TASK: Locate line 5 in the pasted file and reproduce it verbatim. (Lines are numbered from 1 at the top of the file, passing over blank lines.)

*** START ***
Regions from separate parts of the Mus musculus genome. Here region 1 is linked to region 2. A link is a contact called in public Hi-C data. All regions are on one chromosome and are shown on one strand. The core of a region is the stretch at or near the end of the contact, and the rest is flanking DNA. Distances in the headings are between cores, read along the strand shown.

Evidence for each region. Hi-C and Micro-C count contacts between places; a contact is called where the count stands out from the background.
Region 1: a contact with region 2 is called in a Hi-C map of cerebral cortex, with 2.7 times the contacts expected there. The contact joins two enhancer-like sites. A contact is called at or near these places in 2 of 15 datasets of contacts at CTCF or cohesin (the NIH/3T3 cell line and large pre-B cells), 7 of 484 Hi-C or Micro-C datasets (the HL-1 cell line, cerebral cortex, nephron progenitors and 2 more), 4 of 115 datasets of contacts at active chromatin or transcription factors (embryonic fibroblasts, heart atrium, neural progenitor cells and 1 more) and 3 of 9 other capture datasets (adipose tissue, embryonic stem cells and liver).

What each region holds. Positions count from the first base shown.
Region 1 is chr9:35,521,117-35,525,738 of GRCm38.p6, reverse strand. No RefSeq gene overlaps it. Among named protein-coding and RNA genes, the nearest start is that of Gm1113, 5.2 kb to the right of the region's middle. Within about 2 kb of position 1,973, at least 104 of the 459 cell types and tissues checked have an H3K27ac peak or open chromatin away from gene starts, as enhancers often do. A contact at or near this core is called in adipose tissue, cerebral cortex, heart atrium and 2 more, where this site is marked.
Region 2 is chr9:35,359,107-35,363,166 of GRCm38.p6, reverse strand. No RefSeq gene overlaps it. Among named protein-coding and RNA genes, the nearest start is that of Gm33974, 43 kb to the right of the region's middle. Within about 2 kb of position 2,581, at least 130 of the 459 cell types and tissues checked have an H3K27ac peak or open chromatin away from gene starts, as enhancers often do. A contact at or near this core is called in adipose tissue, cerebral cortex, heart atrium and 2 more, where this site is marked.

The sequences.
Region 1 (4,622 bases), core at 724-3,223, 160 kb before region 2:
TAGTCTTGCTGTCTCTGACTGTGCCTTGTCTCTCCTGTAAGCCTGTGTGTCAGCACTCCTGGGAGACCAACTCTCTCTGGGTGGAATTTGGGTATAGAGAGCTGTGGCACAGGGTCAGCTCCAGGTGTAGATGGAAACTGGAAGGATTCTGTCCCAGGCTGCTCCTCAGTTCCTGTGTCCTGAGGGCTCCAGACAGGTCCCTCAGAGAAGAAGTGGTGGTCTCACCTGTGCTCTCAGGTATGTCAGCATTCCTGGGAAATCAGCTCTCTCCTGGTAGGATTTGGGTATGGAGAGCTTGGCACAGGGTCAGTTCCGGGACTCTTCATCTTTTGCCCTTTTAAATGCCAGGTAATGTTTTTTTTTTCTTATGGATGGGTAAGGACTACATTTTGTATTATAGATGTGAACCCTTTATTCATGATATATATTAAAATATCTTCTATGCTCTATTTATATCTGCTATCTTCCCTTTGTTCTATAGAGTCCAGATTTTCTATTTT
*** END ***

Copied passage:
Region 1 is chr9:35,521,117-35,525,738 of GRCm38.p6, reverse strand. No RefSeq gene overlaps it. Among named protein-coding and RNA genes, the nearest start is that of Gm1113, 5.2 kb to the right of the region's middle. Within about 2 kb of position 1,973, at least 104 of the 459 cell types and tissues checked have an H3K27ac peak or open chromatin away from gene starts, as enhancers often do. A contact at or near this core is called in adipose tissue, cerebral cortex, heart atrium and 2 more, where this site is marked.